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Home health care firms foresee boom, challenges

June 01. 2013 11:41PM

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Willie Peterson II can’t say enough good things about the home health care services he receives, or about Lynn Adams, the registered nurse who visits a few times a week to care for him at his Decatur, Ga., home.

“If not for them, I’d be up the creek without a paddle,” he said.

Or in a nursing home. Peterson, 62, was paralyzed from the waist down by a falling tree in 1998 and needs regular skilled medical attention. Now he has personalized care that keeps him out of the hospital and feeling independent.

Peterson is at the front of a coming wave. Demographics and economics are expected to combine to cause a boom in the demand for home health services in the next two decades. The industry faces challenges as it seeks to meet patient needs, however.

According to one projection, the number of people age 65 and over is expected to increase to 72 million by 2030 when that group will make up about one-fifth of the population, up from about 40 million in 2009.

While the supply of customers should only increase _ generally a blessing for any business _ the financial reward for taking care of all those new patients, particularly those requiring the most care, is uncertain, according to industry executives.

Providers fret over shrinking reimbursement rates from Medicare. They say that’s put financial pressure on them. Some in the industry say the number of providers could dwindle and some people who could really benefit from home health services might not be able to obtain them.

“Providers are scratching their heads,” said Mark Oshnock, CEO of Visiting Nurse Health System, an Atlanta-based nonprofit and Adams’ employer. “With margins approaching zero, it’s a bit of a challenge.”

In a recent earnings conference call, Tony Strange, CEO of Gentiva Health Services, an Atlanta-based for-profit provider of home health care, cited an 11.5 percent reduction in Medicare reimbursement in the past three years.

Home health care advocates point to what they see as an irony in efforts to contain medical costs. The highest-cost care is hospital care: The more days a patient stays, the higher the tab.

With home health, the idea is to release the patient to the home where regular care can help prevent readmissions.

Outside the industry, though, there is less concern.

The Medicare Payment Advisory Commission, in its latest report to Congress, contended that there is sufficient access to home health care with more than 12,000 agencies, that the quality of services is generally good, and that average provider profit margins are high enough.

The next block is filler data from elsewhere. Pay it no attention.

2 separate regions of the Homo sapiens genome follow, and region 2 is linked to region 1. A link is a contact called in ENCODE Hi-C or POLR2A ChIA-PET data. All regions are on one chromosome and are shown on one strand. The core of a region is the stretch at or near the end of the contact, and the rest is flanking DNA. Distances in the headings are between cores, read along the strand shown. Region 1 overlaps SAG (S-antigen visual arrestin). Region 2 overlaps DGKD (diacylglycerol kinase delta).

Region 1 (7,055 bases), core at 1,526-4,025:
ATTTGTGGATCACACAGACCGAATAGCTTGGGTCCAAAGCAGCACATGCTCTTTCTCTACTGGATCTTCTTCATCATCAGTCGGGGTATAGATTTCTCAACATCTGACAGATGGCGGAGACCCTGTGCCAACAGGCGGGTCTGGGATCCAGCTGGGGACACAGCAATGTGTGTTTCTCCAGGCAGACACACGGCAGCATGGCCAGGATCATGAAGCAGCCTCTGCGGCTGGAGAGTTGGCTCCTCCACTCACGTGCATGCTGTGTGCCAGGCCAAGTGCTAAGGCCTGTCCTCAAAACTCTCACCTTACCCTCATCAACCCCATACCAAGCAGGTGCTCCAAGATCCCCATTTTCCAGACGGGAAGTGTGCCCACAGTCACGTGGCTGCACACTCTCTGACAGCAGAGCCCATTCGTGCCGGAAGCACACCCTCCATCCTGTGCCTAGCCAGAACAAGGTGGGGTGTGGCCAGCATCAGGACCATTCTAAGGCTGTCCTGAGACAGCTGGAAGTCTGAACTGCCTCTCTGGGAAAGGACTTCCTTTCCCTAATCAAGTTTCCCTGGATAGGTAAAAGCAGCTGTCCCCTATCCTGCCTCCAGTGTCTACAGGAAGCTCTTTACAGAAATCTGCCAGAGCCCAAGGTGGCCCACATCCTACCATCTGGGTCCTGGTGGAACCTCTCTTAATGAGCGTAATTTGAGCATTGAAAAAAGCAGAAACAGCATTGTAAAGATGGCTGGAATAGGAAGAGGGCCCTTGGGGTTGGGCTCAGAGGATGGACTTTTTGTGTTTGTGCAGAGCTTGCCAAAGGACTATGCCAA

Margins vary widely, according to the commission, with some negative and others above 20 percent. The average in 2011 was 14.8 percent. Smaller agencies didn’t fare as well as larger agencies, possibly because of economies of scale, and nonprofits didn’t fare as well overall as for-profit agencies.

That calculation doesn’t factor in all provider costs, however, and net margins are actually far smaller and declining, said William Dombi, vice president for law for the National Association for Home Care & Hospice. Decreasing reimbursements will lead to some providers going out of business, he said, and less access to care for some people.

The industry has also faced claims that some providers overcharge, or don’t provide the services they charge for.

When it’s done right, home health care is seen as good for all parties involved.

Home health is “not only cost-effective, but really helps patients maintain their independence,” said Barbara Ballard, a vice president with WellStar Health System, which operates WellStar Home Care.

Jennifer Schuck, who heads post acute care initiatives at Atlanta-based Emory Healthcare, said in an email, “From a hospital perspective, a patient’s treatment does not stop after being discharged from the hospital. The home health agency acts as an extension of the hospital to ensure the patient continues to progress in their healing process.”

If a patient has problems at home, she said, the home health agency can notify the hospital and discharging physician and get directions on how to treat the patient there, not the emergency room or hospital.

Emory Healthcare has had a 5 to 7 percent annual increase in the number of patients discharged to home health in the past three years. In 2010, 12.5 percent of all patients discharged from the hospital got home health services. That jumped to 14.6 percent in 2012 and is expected to top 15 percent this year.

As hospitals move toward accountable care, they will be compensated based on patient outcomes, and penalized for swift readmissions.

“The plan of care needs to continue in the community, or you end up with a readmission,” said Barbara Ozmar, director of patient care coordination at Piedmont Atlanta Hospital.

Jean Raines has seen enough of hospitals and is glad to be receiving home health services from WellStar Homecare.

Raines, 71, of Woodstock, Ga., has been in and out of the hospital in recent years after going in for open heart surgery two and a half years ago, then breaking her hip in a fall at home in January and suffering congestive heart failure in March.

She began receiving home health care in January, which included physical therapy, “and it’s been a tremendous help.” “They’re wonderful,” she said. “I haven’t been in the hospital in two months.”

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